When we first started talking about the issue of sexual harassment in the federal sector in a tripartite way and we were considering what the alternative ways forward were, one of the options presented by the government was to take this clause in part III of the Canada Labour Code and move it into part II, for a number of reasons, one of which was that it would broaden the scope of who that clause now is applied to.
One of the issues that percolated during that initial discussion was who should be involved in these investigations, and there was, I believe, a general recognition and acceptance at that table that sexual harassment complaints and sexual violence complaints were different, that there was a sensitivity around them that made them different from a typical violence complaint. I think what was generally agreed on at that table was that the number of people with access to that information throughout an investigation should be really tight, as tight as you can possibly make it. I think that really was the genesis of removing the workplace committee from the investigatory process.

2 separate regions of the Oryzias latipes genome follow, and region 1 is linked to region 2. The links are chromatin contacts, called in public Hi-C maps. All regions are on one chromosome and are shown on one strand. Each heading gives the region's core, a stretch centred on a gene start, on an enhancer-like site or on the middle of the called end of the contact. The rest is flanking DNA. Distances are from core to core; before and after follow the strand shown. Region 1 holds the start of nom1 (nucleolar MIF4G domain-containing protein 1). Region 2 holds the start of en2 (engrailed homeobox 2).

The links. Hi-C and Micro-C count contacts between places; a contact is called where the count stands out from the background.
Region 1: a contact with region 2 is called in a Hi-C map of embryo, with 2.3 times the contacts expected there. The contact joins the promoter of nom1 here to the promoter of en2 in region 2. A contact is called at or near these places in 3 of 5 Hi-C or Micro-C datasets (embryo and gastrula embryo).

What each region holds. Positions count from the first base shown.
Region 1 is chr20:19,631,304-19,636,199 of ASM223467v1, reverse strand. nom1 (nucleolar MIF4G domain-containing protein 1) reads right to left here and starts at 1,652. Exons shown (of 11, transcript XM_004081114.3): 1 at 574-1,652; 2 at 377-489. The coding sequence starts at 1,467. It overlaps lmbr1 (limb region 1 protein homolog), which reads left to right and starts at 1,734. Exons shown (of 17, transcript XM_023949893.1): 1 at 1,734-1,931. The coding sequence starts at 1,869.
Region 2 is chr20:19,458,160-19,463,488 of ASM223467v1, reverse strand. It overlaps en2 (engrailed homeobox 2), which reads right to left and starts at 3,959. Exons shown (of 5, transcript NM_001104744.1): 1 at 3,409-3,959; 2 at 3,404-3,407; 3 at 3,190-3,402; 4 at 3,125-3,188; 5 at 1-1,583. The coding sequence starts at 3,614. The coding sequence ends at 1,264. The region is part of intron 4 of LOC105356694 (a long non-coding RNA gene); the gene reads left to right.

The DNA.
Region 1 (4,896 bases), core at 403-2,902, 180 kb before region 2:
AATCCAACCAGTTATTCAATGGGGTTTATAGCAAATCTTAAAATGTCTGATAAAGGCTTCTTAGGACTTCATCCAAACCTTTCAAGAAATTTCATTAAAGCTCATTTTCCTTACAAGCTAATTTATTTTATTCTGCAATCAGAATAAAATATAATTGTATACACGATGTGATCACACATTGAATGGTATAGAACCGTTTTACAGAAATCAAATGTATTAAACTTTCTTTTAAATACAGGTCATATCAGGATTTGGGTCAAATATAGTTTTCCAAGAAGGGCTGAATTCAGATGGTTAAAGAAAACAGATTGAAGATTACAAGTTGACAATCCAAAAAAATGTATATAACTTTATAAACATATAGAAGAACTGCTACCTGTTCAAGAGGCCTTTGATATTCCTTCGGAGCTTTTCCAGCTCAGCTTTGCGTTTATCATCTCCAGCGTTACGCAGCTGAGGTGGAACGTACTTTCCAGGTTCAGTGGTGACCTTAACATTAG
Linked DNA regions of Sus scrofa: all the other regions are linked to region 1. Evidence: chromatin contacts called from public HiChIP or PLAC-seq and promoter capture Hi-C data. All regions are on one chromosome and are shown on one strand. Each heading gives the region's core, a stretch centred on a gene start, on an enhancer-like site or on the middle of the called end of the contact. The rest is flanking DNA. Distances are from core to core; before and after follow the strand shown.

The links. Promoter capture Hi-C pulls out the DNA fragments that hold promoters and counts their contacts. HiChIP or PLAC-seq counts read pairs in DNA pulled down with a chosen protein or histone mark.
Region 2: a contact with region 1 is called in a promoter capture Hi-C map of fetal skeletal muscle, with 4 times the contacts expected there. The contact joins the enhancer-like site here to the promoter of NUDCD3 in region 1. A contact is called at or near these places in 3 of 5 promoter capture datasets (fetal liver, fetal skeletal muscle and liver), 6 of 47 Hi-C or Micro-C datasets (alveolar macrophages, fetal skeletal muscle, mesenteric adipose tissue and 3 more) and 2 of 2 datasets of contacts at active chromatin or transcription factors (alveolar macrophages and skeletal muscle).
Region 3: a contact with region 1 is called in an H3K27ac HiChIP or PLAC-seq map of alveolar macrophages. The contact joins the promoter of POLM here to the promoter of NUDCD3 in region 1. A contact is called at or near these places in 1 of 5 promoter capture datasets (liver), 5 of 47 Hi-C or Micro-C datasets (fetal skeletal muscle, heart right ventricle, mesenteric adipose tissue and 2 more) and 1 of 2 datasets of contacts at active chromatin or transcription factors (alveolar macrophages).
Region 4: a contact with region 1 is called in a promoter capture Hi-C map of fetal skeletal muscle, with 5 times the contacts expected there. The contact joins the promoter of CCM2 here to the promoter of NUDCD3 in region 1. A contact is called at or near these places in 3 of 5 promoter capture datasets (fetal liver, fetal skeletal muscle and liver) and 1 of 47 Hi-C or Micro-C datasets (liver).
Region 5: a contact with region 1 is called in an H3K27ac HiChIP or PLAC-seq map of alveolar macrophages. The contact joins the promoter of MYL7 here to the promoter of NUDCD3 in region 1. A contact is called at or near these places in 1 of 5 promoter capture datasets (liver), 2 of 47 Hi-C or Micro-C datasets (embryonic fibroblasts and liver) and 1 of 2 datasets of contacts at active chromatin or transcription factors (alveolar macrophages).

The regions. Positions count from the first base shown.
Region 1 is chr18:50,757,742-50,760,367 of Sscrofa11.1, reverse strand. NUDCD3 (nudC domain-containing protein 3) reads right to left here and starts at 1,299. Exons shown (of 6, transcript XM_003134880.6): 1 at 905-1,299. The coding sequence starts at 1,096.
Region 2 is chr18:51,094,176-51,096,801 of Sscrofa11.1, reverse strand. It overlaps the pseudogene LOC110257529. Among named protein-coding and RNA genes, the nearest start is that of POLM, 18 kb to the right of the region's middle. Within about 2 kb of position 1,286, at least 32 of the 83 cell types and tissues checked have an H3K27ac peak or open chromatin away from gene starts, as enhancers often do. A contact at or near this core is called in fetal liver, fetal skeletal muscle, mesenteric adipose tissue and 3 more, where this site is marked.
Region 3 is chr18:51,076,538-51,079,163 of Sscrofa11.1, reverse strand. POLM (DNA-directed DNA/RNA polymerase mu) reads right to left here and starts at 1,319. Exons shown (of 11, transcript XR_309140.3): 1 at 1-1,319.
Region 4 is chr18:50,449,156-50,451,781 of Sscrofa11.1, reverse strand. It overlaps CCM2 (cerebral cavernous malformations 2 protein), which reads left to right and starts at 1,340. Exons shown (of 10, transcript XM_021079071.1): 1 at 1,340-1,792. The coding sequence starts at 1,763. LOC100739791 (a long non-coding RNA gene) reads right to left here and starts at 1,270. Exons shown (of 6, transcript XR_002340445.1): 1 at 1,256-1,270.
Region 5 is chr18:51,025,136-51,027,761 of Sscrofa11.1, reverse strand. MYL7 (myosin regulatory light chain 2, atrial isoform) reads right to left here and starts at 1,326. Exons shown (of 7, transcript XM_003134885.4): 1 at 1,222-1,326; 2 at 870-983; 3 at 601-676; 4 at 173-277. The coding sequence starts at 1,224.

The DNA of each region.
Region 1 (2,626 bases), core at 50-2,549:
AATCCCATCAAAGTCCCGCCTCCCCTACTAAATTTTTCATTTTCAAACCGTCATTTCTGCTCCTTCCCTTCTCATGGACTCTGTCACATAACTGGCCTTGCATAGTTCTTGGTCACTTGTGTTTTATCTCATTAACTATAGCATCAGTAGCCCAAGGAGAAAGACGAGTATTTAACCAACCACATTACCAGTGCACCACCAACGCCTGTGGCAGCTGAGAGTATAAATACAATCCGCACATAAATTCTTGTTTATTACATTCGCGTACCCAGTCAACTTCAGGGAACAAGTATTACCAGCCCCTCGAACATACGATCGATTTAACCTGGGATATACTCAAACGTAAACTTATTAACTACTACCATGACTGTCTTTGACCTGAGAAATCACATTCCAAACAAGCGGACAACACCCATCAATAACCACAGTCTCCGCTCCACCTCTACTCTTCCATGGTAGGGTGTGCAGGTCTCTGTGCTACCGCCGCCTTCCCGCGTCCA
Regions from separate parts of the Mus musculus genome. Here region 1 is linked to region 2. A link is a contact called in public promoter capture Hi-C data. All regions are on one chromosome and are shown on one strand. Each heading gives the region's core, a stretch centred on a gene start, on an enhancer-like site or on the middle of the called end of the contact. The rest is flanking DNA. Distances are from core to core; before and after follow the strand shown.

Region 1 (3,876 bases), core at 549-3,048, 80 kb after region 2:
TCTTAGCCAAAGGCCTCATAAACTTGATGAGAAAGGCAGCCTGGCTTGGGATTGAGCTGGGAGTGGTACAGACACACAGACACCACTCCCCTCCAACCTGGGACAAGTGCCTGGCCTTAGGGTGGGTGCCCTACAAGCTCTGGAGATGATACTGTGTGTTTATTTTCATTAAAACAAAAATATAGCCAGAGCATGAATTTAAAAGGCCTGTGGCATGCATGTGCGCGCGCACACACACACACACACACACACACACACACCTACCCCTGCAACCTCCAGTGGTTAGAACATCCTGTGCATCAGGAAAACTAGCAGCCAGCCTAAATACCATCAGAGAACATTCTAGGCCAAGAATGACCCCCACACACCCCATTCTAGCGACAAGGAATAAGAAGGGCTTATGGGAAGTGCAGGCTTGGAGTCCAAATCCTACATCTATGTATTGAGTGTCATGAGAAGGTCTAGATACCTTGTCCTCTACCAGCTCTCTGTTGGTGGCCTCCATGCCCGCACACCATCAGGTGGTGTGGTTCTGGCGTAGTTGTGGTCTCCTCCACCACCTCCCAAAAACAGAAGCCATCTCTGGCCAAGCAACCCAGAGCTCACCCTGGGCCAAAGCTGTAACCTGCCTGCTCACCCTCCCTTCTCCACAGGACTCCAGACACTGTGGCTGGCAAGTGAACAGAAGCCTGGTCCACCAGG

That did not mean the workplace committee could not be involved in setting the policy, ensuring the policy is enforced properly, and dealing with any systemic issues of harassment in the workplace. What it meant was that in individual investigations there would not be a specific role for the committee. That doesn't mean that there wouldn't be a role for the union. The employee could go to their union rep to seek assistance and guidance, to file a grievance, and to go through the process.
That's kind of where that came from. I don't know if that answers your question.